Poet Christine Heppermann is a young adult book reviewer, a backyard chicken enthusiast, and the author of several nonfiction books for children and young adults. With her first YA poetry collection, Poisoned Apples: Poems for You, My Pretty (Greenwillow, 14 years and up), Heppermann reveals herself to be a thoughtfully astute observer of — and provocative commentator on — the pressures society places on adolescent girls. Drawn from familiar folktale motifs and pop-culture touchstones, each poem in this immensely satisfying collection is a delicious morsel worth savoring.
1. What is this collection’s origin story?
CH: I was in my final semester of Hamline University’s MFA program in writing for children and young adults, working on a verse novel based on the Grimms’ tale “Jorinda and Joringel,” so I was in a fairy-tale mood. While wandering the stacks of my local library one day, I happened upon The Poets’ Grimm, an anthology of adult poetry (adult poetry: that can’t help sounding sleazy, can it?) inspired by the Grimm tales. Flipping through that book spurred me to write “The Woods,” the first poem in Poisoned Apples. After that, whenever I was frustrated with the verse novel, I’d switch to working on a stand-alone poem. Some of those poems were riffs on saint legends or retellings of incidents from my Catholic childhood. Some were about stuff my older daughter and her friends were going through. Some were fairy-tale/contemporary hybrids. Once enough stand-alones accumulated, I realized, hey, there are common themes here…
2. These poems deal with such powerful issues and emotions (the Horn Book review mentions the “intense, expressive drive that fuels” your poetry). Were they cathartic to write?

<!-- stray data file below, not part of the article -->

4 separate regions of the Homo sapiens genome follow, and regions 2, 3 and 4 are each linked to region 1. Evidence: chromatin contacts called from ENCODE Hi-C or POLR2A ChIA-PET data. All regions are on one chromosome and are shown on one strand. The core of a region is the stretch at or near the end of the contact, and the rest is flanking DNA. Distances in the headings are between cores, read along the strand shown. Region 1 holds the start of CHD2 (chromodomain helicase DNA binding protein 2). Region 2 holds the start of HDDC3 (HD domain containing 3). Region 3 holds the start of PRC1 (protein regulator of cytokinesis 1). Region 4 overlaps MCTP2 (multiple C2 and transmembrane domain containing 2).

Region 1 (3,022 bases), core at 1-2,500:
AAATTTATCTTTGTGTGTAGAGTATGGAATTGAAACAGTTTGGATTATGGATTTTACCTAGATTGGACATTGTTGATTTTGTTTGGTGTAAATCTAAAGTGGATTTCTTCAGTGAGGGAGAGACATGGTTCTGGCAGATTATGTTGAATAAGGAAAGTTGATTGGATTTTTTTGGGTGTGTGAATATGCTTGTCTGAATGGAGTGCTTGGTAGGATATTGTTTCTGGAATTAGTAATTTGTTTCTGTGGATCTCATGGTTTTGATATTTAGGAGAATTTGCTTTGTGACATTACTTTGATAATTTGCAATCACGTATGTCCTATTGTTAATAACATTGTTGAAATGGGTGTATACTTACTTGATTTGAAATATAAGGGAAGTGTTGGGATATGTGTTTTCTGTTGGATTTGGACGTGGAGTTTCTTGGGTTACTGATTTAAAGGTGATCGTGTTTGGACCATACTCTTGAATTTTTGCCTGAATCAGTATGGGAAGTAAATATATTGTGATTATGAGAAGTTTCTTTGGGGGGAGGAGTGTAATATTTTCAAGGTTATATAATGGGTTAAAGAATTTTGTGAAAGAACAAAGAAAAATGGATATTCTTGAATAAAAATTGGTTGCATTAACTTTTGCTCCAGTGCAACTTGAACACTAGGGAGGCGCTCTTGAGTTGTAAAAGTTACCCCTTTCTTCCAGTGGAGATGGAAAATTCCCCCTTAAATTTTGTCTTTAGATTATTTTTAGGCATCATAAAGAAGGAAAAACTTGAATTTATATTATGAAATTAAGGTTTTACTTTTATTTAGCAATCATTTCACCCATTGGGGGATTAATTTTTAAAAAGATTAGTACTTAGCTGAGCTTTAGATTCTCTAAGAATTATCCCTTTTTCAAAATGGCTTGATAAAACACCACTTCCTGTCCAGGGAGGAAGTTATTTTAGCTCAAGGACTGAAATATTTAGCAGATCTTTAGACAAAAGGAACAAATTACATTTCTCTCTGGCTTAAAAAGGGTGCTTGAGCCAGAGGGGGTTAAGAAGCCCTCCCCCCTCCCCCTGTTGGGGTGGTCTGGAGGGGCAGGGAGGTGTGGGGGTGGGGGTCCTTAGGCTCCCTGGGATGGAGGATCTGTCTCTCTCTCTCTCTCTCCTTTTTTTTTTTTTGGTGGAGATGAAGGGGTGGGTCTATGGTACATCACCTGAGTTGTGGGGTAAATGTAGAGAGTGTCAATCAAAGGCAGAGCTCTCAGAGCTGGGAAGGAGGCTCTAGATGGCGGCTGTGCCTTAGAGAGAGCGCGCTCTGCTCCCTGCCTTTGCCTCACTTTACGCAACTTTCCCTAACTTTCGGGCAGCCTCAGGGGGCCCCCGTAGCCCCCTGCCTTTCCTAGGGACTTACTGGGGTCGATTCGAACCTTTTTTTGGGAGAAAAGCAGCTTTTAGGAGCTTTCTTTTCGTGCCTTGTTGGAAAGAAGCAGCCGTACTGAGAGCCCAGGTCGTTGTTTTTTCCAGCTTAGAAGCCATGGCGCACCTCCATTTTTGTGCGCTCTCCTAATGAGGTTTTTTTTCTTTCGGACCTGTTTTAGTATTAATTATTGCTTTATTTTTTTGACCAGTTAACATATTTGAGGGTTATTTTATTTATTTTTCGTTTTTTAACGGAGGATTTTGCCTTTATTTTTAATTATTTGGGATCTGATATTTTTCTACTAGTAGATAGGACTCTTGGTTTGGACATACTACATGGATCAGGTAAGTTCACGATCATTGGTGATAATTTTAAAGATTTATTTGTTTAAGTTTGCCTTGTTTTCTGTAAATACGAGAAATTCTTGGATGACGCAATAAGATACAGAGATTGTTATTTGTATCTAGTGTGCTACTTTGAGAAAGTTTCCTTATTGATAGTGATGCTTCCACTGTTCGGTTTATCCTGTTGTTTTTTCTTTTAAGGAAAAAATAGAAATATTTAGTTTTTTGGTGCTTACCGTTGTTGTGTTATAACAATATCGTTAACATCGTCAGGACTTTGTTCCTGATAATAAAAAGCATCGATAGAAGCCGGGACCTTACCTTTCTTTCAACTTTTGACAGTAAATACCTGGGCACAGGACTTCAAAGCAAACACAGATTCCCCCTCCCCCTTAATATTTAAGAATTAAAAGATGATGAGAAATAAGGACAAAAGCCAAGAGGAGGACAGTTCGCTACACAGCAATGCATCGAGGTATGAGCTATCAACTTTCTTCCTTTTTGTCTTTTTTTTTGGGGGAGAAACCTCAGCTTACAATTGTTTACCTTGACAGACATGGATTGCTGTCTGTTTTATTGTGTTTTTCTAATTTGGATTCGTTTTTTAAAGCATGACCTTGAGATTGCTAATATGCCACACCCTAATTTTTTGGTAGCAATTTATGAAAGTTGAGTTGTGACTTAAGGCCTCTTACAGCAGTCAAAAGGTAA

CH: Every poem I write to completion (as opposed to the many, many I abandon partway through), no matter what the subject matter or driving emotion, is cathartic. It can be such an arduous process to 1. figure out what I’m trying to say; and 2. figure out how best to say it, that when I finally have the “baby bear draft” — i.e. the draft that, for the moment anyway, feels just right — I get giddy. I’m like Maria twirling around at the start of The Sound of Music. The hills are alive!
3. You were a Horn Book reviewer and columnist for many years. How does it feel to be on the receiving end of reviews?
CH: I still review YA for the Chicago Tribune. Having long defended the reviewing profession to writer friends who sometimes feel like reviewers are out to get them, I’d be a hypocrite if I took reviews personally. I know that not everyone is going to like my books. I know that a reviewer’s responsibility is to readers, not to authors. I approach every review in a review journal or major newspaper with the assumption that the reviewer takes that responsibility seriously and has done his or her best to represent my book accurately and intelligently. That said, I avoid Goodreads like the plague.
4. How did “Boy Toy Villanelle” evolve, and why did you use the highly structured form for that particular poem?
CH: I was shopping at Marshalls or Michaels, looking for a present for my younger daughter to take to a birthday party, and the options were making me so mad! The toys marketed to girls all seemed to focus on appearance — jewelry-making kits, “Lip-Gloss Wizardry,” or whatever. Even girl “action figures” like My Little Pony — pretty much all you’re supposed to do with them is brush their hair or make them get married. So I came up with a scenario in which a pony doll uses that stereotype of femininity to her advantage and swaps her accessories for those of G.I. Joe, who’s also been longing to express his true self. I chose the villanelle form because the repeated lines sound like generic ad copy, but each time they’re repeated, the meaning of what they’re advertising subtly twists and changes.
5. Poisoned Apples seems like a total departure from your last book, the nonfiction City Chickens. How is a chicken like a poem?
CH: I am so glad you asked! Most people who purchase chickens want hens, but baby chicks are hard to sex. You get home with what you think is a flock of hens, but, say, half of the chicks grow up to be roosters. It’s the same with writing a poem: you start off thinking you’re writing one thing, but it surprises you by gradually morphing into something else. I love that about poetry. And, in regard to chickens, I encourage owners to love and care for whatever mix they get. Some of the finest creatures I know — have ever known — are roosters.
From the September 2014 issue of Notes from the Horn Book.